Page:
We get it. You just got back from vacation — and you’re so jet-lagged that you still need another bit of time to relax and get your bearings. But here you are, poor, weary world traveler, sitting at your desk, just trying to get back into the swing of things. Off island time and back on the dismal capitalist clock. Oh no… what’s that? Did you just utter the humble brag of all travelers everywhere? You… need… a… what? A… vacation from your vacation? Another vacation? After the vacation you just had! Get this man a ginger beer and a back rub, stat. He’s vacationed too hard!
In all seriousness, I know the feeling. Sometimes I need a massage after the massage. Because they kneaded too hard, and I’m a little sore. Sometimes I need a house cleaning after the house cleaning, because don’t you hate it when they put your stuff away in the wrong spot?
If there’s one thing you learn after being lucky enough to experience the luxury of a luxury, it’s that you need a luxury chaser to swallow the first luxury down because it’s so good of a luxury that you’re all luxuried out.
But even if there is some truth to what you’re saying, remember that when those exact words leave your mouth, you’re really still just being a travel braggart, which is a form of place dropping. You’re basically telling us that you have considerable disposable income and free time. Or maybe, worse yet, that despite all of the former (i.e., your money), not even you will have ever have enough of the latter (i.e., time — the true luxury).
The real problem, of course, is that we’re doing vacation wrong. And that’s not entirely our fault. For starters, the American summer vacation has only existed since the mid-19th century, when education became standardized enough that the summer became a “leisure economy.” That means we’ve only had less than 200 years of practice at this vacation business.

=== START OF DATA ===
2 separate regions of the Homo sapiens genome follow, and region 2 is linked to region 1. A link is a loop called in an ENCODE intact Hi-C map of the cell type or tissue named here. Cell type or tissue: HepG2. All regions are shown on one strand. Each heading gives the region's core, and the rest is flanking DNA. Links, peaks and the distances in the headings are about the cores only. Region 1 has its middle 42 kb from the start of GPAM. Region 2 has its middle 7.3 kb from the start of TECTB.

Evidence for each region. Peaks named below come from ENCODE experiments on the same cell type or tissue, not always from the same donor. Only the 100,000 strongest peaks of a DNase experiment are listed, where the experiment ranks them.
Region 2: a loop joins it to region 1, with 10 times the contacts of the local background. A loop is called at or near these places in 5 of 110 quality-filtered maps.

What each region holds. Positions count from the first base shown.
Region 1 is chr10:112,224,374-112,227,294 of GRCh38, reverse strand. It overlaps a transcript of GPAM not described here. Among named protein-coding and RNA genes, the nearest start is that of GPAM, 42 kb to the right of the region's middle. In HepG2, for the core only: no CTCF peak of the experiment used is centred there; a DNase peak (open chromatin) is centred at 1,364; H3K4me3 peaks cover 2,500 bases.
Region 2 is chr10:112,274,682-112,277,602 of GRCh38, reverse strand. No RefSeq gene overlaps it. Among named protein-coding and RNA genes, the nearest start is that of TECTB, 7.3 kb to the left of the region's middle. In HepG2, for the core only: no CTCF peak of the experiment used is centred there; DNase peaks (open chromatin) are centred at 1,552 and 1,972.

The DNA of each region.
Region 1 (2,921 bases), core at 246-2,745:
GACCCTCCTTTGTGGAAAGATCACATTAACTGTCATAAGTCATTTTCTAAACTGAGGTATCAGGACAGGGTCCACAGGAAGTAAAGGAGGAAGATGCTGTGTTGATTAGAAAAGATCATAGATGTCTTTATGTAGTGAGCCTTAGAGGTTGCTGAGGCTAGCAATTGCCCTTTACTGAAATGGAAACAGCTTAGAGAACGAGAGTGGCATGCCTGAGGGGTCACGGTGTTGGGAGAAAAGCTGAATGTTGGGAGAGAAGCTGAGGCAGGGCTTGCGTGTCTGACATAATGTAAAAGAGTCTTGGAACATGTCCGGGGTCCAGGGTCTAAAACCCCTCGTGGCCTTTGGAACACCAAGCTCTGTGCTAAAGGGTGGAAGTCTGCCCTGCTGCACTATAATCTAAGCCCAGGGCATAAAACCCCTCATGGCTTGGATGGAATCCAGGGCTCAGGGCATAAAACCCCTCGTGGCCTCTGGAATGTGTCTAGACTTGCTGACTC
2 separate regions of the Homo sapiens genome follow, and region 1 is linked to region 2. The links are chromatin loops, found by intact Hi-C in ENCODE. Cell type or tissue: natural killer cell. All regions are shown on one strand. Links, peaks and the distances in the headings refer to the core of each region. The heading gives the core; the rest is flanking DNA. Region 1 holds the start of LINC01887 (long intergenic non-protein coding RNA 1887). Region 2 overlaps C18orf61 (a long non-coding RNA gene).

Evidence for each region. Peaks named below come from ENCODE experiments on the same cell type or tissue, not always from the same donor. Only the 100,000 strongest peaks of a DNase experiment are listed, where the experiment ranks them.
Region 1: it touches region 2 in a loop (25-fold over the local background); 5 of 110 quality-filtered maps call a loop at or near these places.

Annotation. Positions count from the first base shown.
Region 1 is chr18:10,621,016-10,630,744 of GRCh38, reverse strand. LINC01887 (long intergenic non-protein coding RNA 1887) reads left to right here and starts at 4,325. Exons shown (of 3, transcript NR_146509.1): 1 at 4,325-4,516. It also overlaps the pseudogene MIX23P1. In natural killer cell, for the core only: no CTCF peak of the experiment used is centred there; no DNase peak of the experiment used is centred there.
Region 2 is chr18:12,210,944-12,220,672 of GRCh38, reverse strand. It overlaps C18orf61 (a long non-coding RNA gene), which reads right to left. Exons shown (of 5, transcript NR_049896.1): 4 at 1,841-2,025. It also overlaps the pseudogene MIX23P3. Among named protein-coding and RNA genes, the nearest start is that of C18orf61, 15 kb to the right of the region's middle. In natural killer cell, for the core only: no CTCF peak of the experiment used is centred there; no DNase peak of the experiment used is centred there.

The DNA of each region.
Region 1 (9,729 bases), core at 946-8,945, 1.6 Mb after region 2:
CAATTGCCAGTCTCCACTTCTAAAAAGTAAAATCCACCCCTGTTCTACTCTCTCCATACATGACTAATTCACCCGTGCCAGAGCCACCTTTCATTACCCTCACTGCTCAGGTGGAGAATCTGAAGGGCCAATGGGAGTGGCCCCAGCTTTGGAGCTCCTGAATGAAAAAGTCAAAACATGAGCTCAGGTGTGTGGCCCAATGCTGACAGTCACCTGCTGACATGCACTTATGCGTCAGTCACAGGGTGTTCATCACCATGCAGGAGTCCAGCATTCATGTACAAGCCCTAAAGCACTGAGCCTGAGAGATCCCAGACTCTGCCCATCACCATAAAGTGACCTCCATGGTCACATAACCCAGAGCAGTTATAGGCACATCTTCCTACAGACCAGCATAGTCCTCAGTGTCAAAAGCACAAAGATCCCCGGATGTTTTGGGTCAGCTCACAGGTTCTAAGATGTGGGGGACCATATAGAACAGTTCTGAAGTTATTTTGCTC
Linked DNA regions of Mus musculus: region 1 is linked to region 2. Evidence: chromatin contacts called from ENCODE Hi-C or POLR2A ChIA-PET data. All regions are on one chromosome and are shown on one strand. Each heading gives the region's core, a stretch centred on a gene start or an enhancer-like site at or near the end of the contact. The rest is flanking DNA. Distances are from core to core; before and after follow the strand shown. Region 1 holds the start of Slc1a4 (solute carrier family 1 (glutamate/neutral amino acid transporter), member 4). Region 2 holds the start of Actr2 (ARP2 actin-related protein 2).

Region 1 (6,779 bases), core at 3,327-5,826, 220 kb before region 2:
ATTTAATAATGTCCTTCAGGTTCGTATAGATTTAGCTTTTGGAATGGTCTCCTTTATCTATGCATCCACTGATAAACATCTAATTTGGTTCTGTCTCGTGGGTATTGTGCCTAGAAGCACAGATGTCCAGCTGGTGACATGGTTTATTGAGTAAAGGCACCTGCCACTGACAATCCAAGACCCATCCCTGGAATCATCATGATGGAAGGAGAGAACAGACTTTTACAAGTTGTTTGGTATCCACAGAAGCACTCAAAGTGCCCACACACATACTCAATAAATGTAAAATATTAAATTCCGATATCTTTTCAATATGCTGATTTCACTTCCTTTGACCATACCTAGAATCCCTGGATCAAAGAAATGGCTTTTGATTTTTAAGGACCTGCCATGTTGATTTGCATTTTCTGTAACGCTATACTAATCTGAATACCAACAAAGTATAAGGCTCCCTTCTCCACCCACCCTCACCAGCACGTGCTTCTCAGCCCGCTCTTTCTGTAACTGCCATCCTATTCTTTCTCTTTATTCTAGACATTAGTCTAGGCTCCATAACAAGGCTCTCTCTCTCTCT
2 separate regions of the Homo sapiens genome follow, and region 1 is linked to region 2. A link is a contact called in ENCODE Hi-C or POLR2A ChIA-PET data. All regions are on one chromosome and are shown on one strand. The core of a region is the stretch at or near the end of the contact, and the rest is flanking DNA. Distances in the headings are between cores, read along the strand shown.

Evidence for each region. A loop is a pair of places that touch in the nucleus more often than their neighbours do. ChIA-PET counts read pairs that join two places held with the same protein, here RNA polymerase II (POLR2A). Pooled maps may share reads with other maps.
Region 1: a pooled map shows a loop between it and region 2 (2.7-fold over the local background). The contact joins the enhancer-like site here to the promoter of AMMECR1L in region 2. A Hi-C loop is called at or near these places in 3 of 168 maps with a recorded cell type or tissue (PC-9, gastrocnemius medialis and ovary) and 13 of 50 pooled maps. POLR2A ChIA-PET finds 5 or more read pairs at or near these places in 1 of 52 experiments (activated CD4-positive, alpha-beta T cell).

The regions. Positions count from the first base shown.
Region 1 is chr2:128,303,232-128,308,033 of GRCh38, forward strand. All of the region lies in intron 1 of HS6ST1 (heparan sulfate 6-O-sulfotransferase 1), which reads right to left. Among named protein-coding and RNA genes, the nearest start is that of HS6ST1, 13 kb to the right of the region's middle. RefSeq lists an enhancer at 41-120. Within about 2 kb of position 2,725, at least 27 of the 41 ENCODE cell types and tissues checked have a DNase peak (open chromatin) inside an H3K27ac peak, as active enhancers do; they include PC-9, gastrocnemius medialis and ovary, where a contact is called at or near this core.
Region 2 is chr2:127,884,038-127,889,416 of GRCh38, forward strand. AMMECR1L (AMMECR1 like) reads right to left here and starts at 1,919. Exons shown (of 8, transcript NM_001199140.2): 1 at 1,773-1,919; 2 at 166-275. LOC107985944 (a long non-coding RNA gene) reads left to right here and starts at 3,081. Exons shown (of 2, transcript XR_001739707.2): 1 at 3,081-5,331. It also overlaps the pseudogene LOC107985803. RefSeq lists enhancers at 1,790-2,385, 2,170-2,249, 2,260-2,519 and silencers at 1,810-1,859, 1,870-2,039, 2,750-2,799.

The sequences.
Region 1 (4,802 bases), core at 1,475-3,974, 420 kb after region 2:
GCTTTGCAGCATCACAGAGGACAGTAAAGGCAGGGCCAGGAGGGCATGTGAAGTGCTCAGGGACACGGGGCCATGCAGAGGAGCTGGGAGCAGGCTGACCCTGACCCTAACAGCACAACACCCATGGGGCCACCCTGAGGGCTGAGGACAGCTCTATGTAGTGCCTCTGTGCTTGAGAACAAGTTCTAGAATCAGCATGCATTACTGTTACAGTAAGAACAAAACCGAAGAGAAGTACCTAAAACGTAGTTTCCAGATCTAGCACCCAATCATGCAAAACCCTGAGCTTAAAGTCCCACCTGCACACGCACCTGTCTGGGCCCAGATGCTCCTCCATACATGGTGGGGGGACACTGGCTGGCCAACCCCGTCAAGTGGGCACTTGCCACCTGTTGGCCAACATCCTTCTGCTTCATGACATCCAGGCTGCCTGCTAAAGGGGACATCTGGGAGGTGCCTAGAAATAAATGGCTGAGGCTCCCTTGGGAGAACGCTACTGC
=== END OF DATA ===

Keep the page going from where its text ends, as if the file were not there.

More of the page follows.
Prior to that, children still went to school in the summer unless they were affluent, and could pop in and out of school as they wished, and travel extensively with their families who escaped the dreadful heat of the city to journey to the Adirondacks or Europe.
The problem is, summer has now joined the ranks of middle-class people attempting to have every single experience possible, in that it’s defined by a must-do-something mentality due to FOMO and achieving what’s still clearly in our DNA — an idea for leisure we’re copying from people so affluent they could go somewhere for a month and do nothing but chill out next to a lake or ocean, returning eventually to their life, but not necessarily some soulless job.
The pressure to do, and the inability to really relax when we do it, creates this dreadful sentence. Mostly because, chances are, you did more work in the week before the vacation to be able to take it, meaning you’re more burned out than usual. Meanwhile, you also run around like crazy preparing to leave your house and/or pets unattended for a mere week. And you do all of this to be holed up somewhere far less fancy than you saw in the brochure, with the very people who get on your nerves the most: your loved ones.
You also aren’t really getting enough time to take the vacation. Most people take eight days maximum, and research shows you need eight days minimum to benefit from time off. That’s the only way to really adjust to vacation mode, savor the experiences as you’re having them, sleep better doing so (which gives you the restorative benefit vacations promise) and truly take advantage of what’s known as the vacation sweet spot — the dead middle of it.
Instead, you hate the first part, kinda start to enjoy the middle and then start sweating the fact that it’s going to end before it’s even over. In between, you’re probably running around like a nutjob trying to see everything, unable to zone out by the pool and relax.
All that hassle and stress is why you defensibly do need some kind of break from your vacation. But if it were actually another vacation, that would double suck and no doubt produce the same exact need. So no matter how long you manage to take off, you only need to build at least a day, maybe two, after you’re back to regroup and get ready to get back to work, where you will most certainly return immediately to more or less the same way you felt the last day you worked before you left for the vacation.
All of which is to say, how you feel is understandable. But that’s no excuse to keep trotting out, unironically, that you need a vacation from your vacation, sounding like a boorish pig. As an alternative, try taking more than eight days with a buffer day or two to relax on the home turf. And if you can’t, just try saying something else: I needed one more day at home to do nothing before coming back into work. It’s not a vacation! It’s a Buffer Day.
Let’s all say it together: I need a Buffer Day After My Vacation!
No, it’s not as pithy. But it’s also not as insufferably annoying. You might actually get a little sympathy, too. Because here’s what you’re getting now when you say you need a vacation from your vacation, whether you realize it or not: All of us collectively doing the jerk-off motion behind your back as soon as you putter back to your desk.